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Renovascular hypertension

Vaughan, Edwin Darracott Jr

Renal Medicine And Renal Transplantation

Renovascular hypertension is the most common cause of secondary hypertension. Interest in identifying patients with renal artery stenosis has been stimulated recently by advances in three areas. First, is the realization that not only can renal artery stenosis cause renovascular hypertension, but it can also lead to progressive renal failure (ischemic nephropathy) caused by progression of disease, usually atherosclerotic in nature. Second, advances in percutaneous transluminal renal angioplasty and, especially, the recent use of renal stents has led to a less invasive management of these patients as compared with traditional renal revascularization. Finally, the development of newer less invasive diagnostic techniques, both for the identification of patients with renal artery stenosis and to follow patients with known renal artery stenosis, has simplified the diagnostic aspect of the disease. Curr Opin Urol 8:125–128 © 1998 Rapid Science Ltd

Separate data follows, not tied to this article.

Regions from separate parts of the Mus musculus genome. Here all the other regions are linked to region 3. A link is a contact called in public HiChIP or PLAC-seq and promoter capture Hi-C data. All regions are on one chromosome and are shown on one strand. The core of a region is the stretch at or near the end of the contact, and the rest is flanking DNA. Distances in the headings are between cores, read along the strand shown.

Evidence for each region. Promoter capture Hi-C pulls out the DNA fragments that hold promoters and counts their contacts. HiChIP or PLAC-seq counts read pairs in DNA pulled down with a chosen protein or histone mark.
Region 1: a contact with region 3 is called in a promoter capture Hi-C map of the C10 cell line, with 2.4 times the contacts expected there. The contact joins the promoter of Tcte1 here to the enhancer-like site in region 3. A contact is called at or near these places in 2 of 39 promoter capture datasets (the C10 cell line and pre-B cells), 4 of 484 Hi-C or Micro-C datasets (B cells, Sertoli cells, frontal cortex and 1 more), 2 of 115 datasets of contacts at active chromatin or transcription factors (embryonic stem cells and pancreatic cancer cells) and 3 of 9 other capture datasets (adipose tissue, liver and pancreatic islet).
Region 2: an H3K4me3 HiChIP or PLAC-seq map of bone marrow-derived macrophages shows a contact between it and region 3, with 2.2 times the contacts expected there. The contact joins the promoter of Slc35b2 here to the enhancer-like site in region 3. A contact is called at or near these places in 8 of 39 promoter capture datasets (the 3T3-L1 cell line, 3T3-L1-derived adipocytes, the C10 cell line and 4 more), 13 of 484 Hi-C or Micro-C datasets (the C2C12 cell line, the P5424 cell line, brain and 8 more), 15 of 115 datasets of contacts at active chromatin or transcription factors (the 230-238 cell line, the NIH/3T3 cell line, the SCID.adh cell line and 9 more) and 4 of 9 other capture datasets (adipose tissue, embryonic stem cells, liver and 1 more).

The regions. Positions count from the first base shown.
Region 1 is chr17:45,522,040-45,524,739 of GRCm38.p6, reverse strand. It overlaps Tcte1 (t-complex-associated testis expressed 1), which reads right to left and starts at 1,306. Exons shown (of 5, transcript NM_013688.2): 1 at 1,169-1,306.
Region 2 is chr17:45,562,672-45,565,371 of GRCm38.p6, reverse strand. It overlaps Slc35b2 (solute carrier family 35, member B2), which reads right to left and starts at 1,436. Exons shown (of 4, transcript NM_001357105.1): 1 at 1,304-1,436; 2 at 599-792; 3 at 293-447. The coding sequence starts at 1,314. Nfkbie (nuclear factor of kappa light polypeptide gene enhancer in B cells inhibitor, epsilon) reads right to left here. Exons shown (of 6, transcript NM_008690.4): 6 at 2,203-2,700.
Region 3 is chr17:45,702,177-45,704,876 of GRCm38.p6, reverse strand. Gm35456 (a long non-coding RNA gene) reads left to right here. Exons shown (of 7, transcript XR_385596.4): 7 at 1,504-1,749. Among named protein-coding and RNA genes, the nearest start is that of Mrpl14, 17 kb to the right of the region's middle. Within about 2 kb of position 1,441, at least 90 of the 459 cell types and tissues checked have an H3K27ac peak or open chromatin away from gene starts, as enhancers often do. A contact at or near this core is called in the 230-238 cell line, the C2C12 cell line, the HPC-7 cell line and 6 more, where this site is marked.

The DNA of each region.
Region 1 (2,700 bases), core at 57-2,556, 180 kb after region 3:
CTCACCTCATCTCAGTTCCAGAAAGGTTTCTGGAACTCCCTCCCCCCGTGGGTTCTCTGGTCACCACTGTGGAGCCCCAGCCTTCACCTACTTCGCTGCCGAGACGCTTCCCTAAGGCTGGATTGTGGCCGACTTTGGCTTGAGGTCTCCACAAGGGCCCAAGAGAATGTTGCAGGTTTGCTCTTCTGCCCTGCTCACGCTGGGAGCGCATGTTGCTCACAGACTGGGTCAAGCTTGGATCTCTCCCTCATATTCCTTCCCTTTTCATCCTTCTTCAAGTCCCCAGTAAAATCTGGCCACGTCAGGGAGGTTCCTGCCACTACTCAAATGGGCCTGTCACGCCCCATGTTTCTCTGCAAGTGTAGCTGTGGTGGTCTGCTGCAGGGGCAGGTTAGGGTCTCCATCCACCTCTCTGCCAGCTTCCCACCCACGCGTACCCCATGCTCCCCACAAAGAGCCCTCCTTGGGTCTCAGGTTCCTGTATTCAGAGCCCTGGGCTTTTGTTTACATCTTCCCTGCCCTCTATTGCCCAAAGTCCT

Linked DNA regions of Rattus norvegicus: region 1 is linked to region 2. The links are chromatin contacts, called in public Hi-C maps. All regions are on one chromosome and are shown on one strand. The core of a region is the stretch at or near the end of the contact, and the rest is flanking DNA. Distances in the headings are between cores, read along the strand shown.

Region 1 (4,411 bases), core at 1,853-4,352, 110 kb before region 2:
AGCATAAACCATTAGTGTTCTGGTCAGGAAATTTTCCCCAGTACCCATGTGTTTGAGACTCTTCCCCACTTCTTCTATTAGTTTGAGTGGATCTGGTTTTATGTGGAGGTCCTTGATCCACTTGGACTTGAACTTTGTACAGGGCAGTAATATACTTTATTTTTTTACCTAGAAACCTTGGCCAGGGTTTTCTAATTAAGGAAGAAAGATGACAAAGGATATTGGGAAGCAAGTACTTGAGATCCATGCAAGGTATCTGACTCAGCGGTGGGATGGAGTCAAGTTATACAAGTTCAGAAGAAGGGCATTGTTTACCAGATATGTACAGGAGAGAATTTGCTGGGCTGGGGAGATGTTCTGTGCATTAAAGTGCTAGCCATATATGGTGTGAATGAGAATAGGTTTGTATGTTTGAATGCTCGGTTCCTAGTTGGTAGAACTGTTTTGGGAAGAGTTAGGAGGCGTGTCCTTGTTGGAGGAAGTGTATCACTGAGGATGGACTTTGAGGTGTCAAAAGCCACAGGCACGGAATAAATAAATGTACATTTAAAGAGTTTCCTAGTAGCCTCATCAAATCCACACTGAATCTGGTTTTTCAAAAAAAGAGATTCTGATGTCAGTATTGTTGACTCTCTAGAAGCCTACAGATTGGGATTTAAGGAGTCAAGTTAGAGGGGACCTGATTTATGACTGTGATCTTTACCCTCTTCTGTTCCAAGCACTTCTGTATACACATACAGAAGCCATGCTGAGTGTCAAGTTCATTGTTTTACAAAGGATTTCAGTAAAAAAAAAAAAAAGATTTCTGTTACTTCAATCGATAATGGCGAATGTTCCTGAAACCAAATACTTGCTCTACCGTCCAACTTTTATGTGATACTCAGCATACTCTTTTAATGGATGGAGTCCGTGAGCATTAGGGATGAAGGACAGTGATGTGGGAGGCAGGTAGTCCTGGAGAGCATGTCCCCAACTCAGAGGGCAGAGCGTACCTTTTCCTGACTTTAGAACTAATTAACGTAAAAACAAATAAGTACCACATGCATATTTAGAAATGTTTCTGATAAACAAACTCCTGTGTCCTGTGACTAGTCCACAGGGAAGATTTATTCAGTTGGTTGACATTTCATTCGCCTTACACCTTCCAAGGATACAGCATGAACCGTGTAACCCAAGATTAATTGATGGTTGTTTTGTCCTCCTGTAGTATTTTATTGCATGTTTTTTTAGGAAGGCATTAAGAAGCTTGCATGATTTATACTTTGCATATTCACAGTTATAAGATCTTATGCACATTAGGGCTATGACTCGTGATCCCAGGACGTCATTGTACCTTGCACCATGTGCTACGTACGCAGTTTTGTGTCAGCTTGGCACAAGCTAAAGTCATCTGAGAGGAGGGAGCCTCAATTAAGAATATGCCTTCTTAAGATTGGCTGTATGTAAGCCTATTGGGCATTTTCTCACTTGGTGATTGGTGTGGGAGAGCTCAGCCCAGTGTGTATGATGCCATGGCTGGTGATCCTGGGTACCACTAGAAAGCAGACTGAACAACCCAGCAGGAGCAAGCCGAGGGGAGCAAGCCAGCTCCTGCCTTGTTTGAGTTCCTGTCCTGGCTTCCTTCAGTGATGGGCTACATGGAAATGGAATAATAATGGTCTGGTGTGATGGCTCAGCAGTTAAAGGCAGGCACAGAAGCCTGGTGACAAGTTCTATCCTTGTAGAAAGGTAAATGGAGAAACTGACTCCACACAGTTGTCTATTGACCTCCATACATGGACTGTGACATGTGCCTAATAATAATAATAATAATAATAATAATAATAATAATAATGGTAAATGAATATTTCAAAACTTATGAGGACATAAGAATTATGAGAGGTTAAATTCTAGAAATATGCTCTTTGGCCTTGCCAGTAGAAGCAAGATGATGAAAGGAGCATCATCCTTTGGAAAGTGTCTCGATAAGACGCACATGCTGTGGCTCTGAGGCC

The James Buchanan Brady Foundation, Department of Urology, The New York Hospital‐Cornell University Medical Centre, 525 East 68th Street, Box 94, New York, NY 10021, USA

© Lippincott-Raven Publishers.